Since the hallucinogenic properties of Dlysergic acid diethylamide (LSD-25) were accidentally discovered by Hoffman in 1943 there has been wide experimentation with the drug designed to test its properties both as a psychotomimetic and as a therapeutic agent. It has been considered by some investigators as having great value in revealing the nature of the schizophrenic state and thereby advancing the understanding that leads to progress in therapy. However, other investigators, while acknowledging the undoubted psychic effects of the drug, insist that the LSD experience cannot be equated with naturally occurring psychosis.1 It is not the first psychopharmaceutical agent to be used as an adjunct to psychotherapy; most of its predecessors were greeted with equal enthusiasm by some because of their action in unlocking the gates of repression and thus leading to disinhibition and catharsis. In fact, according to Hoch,2 careful studies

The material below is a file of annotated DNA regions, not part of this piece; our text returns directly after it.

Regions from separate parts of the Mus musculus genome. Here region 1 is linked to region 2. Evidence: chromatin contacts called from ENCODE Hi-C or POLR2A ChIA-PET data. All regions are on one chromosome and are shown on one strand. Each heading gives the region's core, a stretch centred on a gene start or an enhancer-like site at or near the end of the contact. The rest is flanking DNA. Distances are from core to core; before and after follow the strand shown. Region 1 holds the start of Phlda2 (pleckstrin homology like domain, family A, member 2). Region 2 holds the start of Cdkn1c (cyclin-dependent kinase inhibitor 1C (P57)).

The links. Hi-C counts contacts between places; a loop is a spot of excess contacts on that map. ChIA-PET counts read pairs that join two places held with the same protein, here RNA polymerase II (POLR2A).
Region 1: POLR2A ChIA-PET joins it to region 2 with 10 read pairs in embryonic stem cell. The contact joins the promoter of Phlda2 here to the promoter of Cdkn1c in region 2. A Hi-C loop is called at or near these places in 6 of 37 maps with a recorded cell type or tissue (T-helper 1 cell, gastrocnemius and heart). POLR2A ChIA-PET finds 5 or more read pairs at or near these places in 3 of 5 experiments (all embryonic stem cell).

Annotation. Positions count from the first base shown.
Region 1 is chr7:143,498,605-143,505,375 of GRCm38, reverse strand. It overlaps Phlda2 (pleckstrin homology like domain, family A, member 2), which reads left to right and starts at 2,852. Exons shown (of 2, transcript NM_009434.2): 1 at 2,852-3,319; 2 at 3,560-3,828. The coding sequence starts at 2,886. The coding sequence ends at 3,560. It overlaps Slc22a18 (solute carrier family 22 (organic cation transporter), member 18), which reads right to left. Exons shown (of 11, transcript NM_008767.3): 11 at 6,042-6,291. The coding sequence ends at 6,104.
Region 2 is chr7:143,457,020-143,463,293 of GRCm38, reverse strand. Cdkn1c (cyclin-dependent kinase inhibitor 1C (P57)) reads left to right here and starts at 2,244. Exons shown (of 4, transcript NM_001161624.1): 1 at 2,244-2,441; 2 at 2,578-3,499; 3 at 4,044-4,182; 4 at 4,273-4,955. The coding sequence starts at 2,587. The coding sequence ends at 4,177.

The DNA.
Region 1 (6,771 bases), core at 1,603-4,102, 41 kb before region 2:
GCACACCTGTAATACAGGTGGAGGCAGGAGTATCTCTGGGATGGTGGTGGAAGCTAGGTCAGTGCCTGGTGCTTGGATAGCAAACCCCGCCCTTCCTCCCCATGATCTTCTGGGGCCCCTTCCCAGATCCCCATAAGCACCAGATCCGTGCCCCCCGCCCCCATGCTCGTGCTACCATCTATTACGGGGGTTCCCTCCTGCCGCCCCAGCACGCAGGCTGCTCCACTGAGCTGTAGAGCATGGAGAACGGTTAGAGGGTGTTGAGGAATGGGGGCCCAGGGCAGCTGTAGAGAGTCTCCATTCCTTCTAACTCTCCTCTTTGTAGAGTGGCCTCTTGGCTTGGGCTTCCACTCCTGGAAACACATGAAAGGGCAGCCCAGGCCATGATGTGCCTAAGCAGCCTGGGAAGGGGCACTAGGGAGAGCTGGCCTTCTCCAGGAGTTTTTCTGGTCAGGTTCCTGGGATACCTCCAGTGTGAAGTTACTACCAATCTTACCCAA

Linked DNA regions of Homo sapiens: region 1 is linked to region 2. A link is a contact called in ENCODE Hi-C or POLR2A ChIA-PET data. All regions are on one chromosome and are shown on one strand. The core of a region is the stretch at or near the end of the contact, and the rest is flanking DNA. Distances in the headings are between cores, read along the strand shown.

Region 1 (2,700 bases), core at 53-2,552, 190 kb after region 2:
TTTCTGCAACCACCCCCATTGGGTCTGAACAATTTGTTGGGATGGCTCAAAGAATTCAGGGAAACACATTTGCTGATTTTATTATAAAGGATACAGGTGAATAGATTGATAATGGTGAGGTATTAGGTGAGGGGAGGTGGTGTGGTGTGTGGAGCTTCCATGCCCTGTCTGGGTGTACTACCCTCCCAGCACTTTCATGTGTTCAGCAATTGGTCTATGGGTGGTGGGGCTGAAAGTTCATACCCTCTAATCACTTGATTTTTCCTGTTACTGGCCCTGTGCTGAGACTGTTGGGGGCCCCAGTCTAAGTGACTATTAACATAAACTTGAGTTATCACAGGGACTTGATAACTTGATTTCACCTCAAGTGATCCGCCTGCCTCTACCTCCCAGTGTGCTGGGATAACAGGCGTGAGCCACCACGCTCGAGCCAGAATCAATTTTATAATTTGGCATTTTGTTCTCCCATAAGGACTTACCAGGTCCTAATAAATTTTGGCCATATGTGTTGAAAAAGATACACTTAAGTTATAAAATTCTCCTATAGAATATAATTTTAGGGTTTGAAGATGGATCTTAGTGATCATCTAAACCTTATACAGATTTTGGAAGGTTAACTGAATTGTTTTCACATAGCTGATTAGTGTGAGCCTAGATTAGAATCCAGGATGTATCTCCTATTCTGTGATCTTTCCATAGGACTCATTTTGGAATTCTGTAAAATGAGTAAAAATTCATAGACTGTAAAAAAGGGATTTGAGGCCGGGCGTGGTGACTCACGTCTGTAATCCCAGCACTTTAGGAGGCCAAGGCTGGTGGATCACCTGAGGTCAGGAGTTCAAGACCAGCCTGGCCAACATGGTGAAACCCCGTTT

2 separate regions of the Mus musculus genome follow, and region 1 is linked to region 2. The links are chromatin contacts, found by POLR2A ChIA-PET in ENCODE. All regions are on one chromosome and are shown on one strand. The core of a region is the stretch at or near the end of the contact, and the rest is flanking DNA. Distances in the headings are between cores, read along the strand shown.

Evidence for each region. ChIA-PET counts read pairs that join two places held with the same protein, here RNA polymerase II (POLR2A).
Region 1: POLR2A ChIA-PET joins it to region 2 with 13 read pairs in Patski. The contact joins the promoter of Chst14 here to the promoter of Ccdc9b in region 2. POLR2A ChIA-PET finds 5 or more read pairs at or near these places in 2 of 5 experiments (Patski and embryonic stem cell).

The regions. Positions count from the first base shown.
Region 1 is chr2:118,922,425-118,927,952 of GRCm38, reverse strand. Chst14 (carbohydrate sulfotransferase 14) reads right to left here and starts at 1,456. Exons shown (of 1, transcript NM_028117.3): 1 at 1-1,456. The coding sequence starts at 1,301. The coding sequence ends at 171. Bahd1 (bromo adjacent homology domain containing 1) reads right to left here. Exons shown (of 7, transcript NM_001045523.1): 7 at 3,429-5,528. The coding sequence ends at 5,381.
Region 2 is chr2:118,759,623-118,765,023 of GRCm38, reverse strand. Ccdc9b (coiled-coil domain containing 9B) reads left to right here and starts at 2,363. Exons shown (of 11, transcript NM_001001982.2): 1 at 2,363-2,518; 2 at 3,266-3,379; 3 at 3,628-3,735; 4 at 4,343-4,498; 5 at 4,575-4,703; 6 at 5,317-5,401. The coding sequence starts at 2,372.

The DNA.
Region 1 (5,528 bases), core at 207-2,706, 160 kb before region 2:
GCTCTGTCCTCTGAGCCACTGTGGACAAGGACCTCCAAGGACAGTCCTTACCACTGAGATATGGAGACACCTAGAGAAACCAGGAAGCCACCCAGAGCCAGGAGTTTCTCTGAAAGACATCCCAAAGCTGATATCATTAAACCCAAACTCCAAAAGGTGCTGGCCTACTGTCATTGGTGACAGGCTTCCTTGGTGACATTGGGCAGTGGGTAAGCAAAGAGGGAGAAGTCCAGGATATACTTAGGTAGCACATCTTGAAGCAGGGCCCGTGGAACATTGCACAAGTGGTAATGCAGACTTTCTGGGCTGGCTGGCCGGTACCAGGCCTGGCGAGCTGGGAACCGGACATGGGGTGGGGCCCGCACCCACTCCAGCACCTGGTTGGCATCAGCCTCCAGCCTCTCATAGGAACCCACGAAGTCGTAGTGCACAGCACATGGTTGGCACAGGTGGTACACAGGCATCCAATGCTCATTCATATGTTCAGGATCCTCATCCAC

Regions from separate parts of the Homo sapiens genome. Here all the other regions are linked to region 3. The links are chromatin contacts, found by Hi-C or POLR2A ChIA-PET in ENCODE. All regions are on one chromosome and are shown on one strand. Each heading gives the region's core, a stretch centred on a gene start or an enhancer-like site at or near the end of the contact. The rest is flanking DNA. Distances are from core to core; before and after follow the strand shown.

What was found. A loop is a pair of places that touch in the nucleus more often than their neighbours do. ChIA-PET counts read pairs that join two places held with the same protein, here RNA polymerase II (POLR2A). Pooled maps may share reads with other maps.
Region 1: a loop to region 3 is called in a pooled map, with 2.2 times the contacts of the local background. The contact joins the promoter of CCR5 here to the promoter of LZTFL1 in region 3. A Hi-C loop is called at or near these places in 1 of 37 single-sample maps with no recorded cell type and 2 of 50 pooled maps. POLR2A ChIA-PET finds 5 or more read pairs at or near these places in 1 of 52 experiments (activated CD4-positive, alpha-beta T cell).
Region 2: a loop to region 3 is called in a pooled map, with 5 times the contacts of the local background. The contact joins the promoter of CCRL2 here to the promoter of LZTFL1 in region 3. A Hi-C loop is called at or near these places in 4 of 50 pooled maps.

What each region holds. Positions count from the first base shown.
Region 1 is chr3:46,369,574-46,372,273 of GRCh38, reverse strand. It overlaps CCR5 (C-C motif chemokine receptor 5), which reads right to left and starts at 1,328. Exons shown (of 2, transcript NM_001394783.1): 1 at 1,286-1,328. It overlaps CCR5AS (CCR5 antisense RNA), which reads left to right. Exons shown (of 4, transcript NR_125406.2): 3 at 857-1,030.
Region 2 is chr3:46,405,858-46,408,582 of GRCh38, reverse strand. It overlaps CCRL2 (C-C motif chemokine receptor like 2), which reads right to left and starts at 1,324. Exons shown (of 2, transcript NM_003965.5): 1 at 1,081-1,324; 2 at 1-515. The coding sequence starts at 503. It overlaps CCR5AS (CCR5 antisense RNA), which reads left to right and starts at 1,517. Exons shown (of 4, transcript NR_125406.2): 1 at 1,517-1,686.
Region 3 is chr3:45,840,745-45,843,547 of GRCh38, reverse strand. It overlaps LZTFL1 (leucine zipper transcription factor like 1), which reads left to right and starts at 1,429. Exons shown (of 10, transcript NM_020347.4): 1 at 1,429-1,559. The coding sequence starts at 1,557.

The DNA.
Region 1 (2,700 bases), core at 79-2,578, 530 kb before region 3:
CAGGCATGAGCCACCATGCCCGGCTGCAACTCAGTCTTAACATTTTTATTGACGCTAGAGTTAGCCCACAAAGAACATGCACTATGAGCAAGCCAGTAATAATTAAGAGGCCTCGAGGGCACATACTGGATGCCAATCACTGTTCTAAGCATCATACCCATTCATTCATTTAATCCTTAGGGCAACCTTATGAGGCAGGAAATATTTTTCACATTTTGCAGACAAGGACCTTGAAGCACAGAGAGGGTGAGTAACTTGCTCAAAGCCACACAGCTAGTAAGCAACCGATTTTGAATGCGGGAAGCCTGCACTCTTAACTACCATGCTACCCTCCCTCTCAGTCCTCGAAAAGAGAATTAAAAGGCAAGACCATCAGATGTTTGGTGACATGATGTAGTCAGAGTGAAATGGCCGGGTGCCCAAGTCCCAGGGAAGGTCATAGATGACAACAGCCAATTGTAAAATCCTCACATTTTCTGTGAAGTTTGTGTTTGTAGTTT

FREEDMAN AM, EBIN EV, WILSON EA. Autistic Schizophrenic Children: An Experiment in the Use of D-Lysergic Acid Diethylamide (LSD-25). Arch Gen Psychiatry. 1962;6(3):203–213. doi:10.1001/archpsyc.1962.01710210019003
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